China takes steering wheel of the digital drive
We are now in a transformational, knowledge-based, digitally interconnected world. Think self-driving cars, artificial intelligence, Big Data, the Internet of Things, block chain, 5G, 3-D printing and cloud sourcing, and you will have an idea of what the future holds.
In 2017 the world created 2.5 Quintillion bytes of data, compared to 100GB in 1992. Every year, the world is producing more than two million new books, 182 billion tweets, eight million new songs and 400,000 new products.
The ubiquitous mobile phone is now in the possession of the majority of adults. But just ten years ago, we could not have foreseen the kind and number of functions this handheld communication device is currently performing apart from its initial voice and text menu. There is an App for almost anything, enabling billions of people to operate seamlessly from one function to another, using the same technological platform.
But amid this leap in the evolution of mankind, not everyone is on board the information superhighway. Obviously, like in previous technologies, there are individuals, societies or countries that are successfully riding the wave, while there is another equally large section operating on the periphery of these futuristic technologies. According to Global Digital 2019 Reports, in 2019 there were 5.112 billion mobile users and 4.388 billion internet users.
It is against this backdrop that the world’s digital community held a two-day meeting from Monday. Themed "Digital Empowerment to Create a Better Future: Jointly Build a Community of Shared Future in Cyberspace," the seventh World Internet Conference (WIC) that has just ended in Wuzhen, east China's Zhejiang Province could not have come at a more opportune moment.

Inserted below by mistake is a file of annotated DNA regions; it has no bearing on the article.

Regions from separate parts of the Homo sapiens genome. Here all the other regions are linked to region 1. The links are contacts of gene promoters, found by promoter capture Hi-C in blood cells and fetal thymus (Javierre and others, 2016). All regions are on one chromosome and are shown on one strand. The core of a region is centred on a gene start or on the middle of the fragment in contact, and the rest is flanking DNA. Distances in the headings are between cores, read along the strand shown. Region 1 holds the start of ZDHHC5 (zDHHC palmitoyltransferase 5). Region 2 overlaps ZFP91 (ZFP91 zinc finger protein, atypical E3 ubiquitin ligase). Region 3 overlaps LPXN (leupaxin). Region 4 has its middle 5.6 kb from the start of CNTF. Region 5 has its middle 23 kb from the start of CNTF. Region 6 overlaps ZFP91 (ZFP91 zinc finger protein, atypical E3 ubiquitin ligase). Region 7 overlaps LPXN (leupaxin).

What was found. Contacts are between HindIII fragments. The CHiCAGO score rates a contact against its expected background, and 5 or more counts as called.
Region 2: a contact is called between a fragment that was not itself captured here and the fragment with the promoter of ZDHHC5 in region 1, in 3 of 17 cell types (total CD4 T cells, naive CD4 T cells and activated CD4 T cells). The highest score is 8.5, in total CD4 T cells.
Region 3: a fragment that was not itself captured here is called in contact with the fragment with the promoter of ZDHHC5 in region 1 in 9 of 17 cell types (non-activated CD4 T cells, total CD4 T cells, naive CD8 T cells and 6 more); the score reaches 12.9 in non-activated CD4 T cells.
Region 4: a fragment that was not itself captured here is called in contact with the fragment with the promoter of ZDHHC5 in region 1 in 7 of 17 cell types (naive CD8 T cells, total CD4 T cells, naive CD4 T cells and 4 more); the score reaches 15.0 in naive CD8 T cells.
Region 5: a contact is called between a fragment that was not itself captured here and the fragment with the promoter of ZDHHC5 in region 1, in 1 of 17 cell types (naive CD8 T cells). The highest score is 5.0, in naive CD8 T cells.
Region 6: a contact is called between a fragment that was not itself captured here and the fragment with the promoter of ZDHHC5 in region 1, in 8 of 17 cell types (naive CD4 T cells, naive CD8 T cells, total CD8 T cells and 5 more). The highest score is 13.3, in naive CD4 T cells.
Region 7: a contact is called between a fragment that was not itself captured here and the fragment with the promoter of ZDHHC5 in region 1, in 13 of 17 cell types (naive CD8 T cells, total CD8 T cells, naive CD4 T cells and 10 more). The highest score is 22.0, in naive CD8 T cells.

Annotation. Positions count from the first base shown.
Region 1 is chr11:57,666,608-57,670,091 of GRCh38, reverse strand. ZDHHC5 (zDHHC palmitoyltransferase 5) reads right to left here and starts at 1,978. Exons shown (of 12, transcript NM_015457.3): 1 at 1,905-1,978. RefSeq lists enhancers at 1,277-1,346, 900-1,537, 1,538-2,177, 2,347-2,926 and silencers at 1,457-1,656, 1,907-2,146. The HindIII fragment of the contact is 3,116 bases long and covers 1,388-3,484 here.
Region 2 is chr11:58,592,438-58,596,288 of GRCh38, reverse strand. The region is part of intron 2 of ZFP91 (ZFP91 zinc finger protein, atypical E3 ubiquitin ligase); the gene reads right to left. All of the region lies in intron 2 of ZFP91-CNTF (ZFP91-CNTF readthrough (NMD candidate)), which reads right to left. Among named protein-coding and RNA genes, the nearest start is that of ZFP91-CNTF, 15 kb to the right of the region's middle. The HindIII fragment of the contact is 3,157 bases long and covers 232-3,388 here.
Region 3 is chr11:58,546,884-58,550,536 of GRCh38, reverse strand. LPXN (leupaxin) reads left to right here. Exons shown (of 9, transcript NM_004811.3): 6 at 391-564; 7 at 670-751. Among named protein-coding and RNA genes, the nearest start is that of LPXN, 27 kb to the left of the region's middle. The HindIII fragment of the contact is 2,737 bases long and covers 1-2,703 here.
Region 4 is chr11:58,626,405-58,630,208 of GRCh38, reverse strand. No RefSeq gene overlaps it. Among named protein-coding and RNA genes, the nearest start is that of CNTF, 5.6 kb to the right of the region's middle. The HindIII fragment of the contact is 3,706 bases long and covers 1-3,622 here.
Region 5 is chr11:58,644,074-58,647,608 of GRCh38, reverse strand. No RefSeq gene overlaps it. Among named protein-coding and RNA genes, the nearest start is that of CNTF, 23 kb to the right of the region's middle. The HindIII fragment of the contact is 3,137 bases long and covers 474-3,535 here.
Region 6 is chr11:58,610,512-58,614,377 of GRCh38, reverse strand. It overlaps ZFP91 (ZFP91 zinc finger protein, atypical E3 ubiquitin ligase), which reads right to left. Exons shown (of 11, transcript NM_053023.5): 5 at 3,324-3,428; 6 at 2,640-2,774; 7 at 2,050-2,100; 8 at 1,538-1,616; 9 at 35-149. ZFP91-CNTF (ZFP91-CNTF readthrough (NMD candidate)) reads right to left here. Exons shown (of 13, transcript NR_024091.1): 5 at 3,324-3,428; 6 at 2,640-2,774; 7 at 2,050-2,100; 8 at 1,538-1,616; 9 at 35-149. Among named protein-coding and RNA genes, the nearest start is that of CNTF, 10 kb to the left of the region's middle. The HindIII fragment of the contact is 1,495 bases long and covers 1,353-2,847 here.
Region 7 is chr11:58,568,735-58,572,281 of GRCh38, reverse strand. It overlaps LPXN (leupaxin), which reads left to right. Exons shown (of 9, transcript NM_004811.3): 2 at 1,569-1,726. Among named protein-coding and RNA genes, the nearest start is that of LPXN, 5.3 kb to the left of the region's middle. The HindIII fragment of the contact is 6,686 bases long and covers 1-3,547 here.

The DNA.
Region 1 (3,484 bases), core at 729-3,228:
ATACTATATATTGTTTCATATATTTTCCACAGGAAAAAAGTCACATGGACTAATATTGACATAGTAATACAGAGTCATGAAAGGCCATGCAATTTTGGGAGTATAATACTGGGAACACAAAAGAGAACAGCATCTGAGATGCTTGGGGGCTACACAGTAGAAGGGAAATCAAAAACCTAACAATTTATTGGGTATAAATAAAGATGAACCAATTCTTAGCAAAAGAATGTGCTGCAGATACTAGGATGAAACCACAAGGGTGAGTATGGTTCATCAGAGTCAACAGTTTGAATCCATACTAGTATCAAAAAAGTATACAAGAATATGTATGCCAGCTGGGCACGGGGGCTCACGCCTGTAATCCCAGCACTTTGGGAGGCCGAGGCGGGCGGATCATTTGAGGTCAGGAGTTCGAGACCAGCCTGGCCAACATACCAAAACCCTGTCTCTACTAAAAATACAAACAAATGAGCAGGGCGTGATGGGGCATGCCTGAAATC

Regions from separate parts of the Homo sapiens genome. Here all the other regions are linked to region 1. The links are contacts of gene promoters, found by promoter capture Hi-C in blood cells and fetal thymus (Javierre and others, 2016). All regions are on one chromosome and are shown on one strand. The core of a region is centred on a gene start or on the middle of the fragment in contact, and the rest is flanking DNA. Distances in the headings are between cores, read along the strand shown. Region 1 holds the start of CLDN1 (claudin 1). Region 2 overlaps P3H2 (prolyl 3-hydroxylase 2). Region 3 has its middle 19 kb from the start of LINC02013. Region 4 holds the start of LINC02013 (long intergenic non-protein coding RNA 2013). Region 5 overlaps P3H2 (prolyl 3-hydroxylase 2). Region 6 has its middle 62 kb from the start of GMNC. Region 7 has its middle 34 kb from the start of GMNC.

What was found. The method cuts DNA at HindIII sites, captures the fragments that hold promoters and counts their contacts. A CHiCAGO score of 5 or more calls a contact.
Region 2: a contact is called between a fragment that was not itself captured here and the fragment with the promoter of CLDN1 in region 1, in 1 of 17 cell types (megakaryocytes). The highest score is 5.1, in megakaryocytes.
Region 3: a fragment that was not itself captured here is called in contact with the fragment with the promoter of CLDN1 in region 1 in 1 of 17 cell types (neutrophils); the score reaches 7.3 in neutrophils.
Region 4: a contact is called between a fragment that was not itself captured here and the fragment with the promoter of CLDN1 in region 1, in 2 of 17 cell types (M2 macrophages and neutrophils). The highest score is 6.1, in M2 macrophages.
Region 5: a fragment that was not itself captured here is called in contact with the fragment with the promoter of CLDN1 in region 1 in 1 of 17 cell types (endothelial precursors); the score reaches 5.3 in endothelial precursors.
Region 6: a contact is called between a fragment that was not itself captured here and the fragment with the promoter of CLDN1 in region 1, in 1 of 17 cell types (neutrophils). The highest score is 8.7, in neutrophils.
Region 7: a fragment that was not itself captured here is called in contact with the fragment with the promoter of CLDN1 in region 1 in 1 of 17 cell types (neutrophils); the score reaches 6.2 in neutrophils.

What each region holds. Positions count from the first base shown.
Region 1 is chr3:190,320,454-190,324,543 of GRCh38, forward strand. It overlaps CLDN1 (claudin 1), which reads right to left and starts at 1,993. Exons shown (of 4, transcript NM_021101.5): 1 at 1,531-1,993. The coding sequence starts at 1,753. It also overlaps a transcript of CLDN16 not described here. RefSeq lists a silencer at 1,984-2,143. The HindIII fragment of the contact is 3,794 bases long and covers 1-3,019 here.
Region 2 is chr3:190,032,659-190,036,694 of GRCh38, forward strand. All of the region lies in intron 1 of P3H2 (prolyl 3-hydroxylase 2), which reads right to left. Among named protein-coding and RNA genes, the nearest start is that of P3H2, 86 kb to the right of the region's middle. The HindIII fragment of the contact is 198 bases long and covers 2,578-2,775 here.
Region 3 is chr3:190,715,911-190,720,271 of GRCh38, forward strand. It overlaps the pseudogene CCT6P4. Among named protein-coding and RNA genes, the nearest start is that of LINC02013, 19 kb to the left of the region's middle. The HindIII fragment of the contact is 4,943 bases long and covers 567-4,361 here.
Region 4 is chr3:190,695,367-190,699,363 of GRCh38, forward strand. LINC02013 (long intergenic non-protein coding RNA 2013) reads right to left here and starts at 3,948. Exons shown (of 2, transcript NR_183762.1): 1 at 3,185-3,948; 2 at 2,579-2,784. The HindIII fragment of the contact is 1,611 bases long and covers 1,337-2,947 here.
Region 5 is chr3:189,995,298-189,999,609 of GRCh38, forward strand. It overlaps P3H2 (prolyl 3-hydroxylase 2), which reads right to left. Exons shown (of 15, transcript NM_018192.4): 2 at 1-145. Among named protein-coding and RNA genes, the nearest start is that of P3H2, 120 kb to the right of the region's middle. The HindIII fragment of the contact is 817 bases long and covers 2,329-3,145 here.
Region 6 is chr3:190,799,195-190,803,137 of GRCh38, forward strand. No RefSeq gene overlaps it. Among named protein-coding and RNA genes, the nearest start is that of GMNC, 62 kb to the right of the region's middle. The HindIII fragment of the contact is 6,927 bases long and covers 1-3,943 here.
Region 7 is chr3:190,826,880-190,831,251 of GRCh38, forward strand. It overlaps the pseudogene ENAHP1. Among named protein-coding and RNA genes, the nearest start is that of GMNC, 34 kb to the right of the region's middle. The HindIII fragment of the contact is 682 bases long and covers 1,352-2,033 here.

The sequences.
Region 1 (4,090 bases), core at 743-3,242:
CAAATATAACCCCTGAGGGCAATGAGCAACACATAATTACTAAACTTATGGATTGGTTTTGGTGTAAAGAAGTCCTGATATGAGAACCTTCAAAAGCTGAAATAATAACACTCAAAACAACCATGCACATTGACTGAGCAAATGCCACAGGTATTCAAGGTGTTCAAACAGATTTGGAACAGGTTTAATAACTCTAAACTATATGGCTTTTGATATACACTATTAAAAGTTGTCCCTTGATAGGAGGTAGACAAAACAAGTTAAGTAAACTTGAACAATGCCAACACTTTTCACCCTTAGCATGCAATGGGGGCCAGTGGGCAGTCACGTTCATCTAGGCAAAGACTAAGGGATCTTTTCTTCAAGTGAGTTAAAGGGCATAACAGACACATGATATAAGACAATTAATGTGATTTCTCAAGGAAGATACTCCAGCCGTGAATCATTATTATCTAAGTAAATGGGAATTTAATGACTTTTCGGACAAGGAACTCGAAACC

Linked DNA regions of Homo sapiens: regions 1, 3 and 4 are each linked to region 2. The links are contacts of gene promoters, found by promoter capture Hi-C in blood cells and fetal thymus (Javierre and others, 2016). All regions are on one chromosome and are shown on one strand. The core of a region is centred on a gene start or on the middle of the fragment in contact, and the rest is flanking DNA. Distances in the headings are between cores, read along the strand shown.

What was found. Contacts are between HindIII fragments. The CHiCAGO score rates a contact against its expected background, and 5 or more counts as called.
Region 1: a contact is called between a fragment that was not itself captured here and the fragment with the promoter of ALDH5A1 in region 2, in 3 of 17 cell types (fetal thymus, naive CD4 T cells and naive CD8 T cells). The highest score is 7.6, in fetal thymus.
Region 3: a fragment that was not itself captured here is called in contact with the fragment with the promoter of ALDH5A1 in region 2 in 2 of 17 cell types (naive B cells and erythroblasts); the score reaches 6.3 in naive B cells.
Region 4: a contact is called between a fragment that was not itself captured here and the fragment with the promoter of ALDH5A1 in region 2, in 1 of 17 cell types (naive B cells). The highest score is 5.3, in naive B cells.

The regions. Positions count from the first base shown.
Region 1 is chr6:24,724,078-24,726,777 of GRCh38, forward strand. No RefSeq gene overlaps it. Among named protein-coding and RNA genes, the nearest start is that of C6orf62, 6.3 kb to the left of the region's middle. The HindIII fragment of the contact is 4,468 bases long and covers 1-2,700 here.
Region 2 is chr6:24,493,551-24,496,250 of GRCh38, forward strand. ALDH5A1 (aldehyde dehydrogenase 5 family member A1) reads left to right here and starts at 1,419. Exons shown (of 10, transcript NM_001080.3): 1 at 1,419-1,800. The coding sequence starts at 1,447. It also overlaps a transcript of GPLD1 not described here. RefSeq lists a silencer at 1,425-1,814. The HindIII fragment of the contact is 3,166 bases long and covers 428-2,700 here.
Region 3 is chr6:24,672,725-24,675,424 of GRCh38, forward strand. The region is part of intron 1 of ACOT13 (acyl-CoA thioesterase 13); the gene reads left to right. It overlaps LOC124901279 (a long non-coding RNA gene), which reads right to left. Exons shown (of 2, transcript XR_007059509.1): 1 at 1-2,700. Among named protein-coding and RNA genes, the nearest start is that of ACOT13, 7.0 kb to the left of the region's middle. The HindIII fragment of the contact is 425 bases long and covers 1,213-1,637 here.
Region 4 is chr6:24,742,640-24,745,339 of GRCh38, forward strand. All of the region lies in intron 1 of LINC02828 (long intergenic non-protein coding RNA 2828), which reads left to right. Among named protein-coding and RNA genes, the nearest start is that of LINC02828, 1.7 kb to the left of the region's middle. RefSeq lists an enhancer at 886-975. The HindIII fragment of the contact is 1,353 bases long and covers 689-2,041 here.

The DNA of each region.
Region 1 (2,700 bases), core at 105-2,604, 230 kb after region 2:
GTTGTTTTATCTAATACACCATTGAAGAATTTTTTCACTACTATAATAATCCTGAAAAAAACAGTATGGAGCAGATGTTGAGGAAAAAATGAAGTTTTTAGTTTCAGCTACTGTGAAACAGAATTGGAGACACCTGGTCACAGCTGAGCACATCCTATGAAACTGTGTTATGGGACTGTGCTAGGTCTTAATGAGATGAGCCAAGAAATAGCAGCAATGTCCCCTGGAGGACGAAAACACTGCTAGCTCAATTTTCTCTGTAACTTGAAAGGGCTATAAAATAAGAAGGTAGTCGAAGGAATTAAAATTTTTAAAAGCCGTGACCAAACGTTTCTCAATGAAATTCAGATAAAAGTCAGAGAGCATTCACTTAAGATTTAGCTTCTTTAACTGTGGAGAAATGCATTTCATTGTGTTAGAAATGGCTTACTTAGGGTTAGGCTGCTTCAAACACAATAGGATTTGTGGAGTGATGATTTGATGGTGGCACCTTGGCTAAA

Further, the conference looked at ways in which Internet based digital technologies can be deployed in fighting COVID-19. The Internet has not only supported the fight against the pandemic medically and health wise, but has also contributed immensely to the resilience and gradual recovery of economies and businesses across the world.
In his message to the conference, Chinese President Xi Jinping noted that in today's world, a new round of scientific and technological revolution and industrial transformation is thriving, driving the rapid development of digital technology.
He observed that since the novel coronavirus outbreak, telemedicine, e-learning, sharing platforms and collaboration systems have been widely used, and hailed the internet's important role in promoting economic recovery, ensuring social progress in countries around the world, and promoting international cooperation against COVID-19.
"China is ready to work with other countries to seize the historic opportunities presented by the information revolution, foster new growth drivers through innovation, break new ground in digital cooperation, create a new pattern for cybersecurity, build a community with a shared future in cyberspace, and join hands to create a brighter future for humanity," Xi said.
Basically, China is sending a positive signal that it is ready to collaborate with the rest of the world towards digital cooperation by making global cyberspace more inclusive, balanced and focused on win-win development.
But beyond discussing the digital gizmos and their dazzling experience, the two-day WIC sought to promote openness and cooperation in cyber communications. It is a scary world just as it is a brave new world. The fast pace with which new technologies are being invented and released into the market is too fast, raising economic disparities and ethical questions.
Due to obvious economic challenges, developing countries are obviously disadvantaged and will continue to be so until there is a move towards some form of digital equity. “Those without internet connections are at risk of being left behind as learning and jobs go online, as commerce shifts online for small businesses, as CARES act funds arrive for the unbanked and as cities move information and resources online,” notes an article titled “Digital Equity, More Urgent than Ever” published by the Center for Inclusive Growth.
The Internet is a double-edged sword. While digital technologies have helped many economies take a leap, they have simultaneously reduced demand for labor and in the process economically disenfranchised millions by denying them their erstwhile sources of income. The digital disruption has gone too far to retrace its steps. In order to effectively address the Internet access gap, the Internet should be treated as a critical public resource and an invaluable lifeline for everybody.